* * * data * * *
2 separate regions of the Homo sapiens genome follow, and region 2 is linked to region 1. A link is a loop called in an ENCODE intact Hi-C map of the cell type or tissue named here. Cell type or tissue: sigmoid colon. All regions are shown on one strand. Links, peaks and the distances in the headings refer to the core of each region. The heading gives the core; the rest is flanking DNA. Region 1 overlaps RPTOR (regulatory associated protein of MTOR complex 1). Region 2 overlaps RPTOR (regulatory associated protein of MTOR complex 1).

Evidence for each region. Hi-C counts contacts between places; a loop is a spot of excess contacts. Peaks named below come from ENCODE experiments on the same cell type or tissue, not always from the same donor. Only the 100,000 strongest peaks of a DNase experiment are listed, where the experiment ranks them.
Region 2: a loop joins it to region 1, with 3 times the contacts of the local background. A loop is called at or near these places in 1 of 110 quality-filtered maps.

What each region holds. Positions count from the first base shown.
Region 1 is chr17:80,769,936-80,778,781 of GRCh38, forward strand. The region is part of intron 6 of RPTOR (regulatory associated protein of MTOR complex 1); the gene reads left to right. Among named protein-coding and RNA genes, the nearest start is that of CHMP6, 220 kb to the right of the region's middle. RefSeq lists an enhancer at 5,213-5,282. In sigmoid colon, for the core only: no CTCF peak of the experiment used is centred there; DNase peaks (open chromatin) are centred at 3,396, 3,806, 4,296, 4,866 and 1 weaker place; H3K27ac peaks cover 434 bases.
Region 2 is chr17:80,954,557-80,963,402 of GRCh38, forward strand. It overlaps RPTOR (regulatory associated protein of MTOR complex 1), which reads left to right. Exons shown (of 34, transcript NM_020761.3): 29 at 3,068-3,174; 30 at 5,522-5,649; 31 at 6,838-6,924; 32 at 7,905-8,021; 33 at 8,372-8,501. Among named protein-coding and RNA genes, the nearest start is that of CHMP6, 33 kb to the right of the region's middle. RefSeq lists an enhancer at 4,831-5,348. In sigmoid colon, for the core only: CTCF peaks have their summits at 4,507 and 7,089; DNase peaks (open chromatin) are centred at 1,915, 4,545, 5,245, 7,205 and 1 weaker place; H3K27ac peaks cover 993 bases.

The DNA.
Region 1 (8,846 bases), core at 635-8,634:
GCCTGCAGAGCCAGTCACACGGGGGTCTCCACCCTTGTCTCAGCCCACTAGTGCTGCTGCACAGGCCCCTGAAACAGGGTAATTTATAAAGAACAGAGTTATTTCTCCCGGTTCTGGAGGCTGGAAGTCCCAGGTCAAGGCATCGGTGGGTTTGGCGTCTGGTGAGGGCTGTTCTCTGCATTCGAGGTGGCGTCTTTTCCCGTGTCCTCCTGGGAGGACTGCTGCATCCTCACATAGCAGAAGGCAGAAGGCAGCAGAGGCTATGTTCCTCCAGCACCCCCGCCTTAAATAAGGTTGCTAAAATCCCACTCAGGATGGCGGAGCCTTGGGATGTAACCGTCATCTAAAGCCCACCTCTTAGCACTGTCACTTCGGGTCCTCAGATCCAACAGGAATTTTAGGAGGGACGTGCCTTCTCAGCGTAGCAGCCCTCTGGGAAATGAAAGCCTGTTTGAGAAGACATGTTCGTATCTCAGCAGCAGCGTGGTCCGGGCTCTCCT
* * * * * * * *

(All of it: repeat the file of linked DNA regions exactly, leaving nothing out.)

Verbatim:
2 separate regions of the Homo sapiens genome follow, and region 2 is linked to region 1. A link is a loop called in an ENCODE intact Hi-C map of the cell type or tissue named here. Cell type or tissue: sigmoid colon. All regions are shown on one strand. Links, peaks and the distances in the headings refer to the core of each region. The heading gives the core; the rest is flanking DNA. Region 1 overlaps RPTOR (regulatory associated protein of MTOR complex 1). Region 2 overlaps RPTOR (regulatory associated protein of MTOR complex 1).

Evidence for each region. Hi-C counts contacts between places; a loop is a spot of excess contacts. Peaks named below come from ENCODE experiments on the same cell type or tissue, not always from the same donor. Only the 100,000 strongest peaks of a DNase experiment are listed, where the experiment ranks them.
Region 2: a loop joins it to region 1, with 3 times the contacts of the local background. A loop is called at or near these places in 1 of 110 quality-filtered maps.

What each region holds. Positions count from the first base shown.
Region 1 is chr17:80,769,936-80,778,781 of GRCh38, forward strand. The region is part of intron 6 of RPTOR (regulatory associated protein of MTOR complex 1); the gene reads left to right. Among named protein-coding and RNA genes, the nearest start is that of CHMP6, 220 kb to the right of the region's middle. RefSeq lists an enhancer at 5,213-5,282. In sigmoid colon, for the core only: no CTCF peak of the experiment used is centred there; DNase peaks (open chromatin) are centred at 3,396, 3,806, 4,296, 4,866 and 1 weaker place; H3K27ac peaks cover 434 bases.
Region 2 is chr17:80,954,557-80,963,402 of GRCh38, forward strand. It overlaps RPTOR (regulatory associated protein of MTOR complex 1), which reads left to right. Exons shown (of 34, transcript NM_020761.3): 29 at 3,068-3,174; 30 at 5,522-5,649; 31 at 6,838-6,924; 32 at 7,905-8,021; 33 at 8,372-8,501. Among named protein-coding and RNA genes, the nearest start is that of CHMP6, 33 kb to the right of the region's middle. RefSeq lists an enhancer at 4,831-5,348. In sigmoid colon, for the core only: CTCF peaks have their summits at 4,507 and 7,089; DNase peaks (open chromatin) are centred at 1,915, 4,545, 5,245, 7,205 and 1 weaker place; H3K27ac peaks cover 993 bases.

The DNA.
Region 1 (8,846 bases), core at 635-8,634:
GCCTGCAGAGCCAGTCACACGGGGGTCTCCACCCTTGTCTCAGCCCACTAGTGCTGCTGCACAGGCCCCTGAAACAGGGTAATTTATAAAGAACAGAGTTATTTCTCCCGGTTCTGGAGGCTGGAAGTCCCAGGTCAAGGCATCGGTGGGTTTGGCGTCTGGTGAGGGCTGTTCTCTGCATTCGAGGTGGCGTCTTTTCCCGTGTCCTCCTGGGAGGACTGCTGCATCCTCACATAGCAGAAGGCAGAAGGCAGCAGAGGCTATGTTCCTCCAGCACCCCCGCCTTAAATAAGGTTGCTAAAATCCCACTCAGGATGGCGGAGCCTTGGGATGTAACCGTCATCTAAAGCCCACCTCTTAGCACTGTCACTTCGGGTCCTCAGATCCAACAGGAATTTTAGGAGGGACGTGCCTTCTCAGCGTAGCAGCCCTCTGGGAAATGAAAGCCTGTTTGAGAAGACATGTTCGTATCTCAGCAGCAGCGTGGTCCGGGCTCTCCT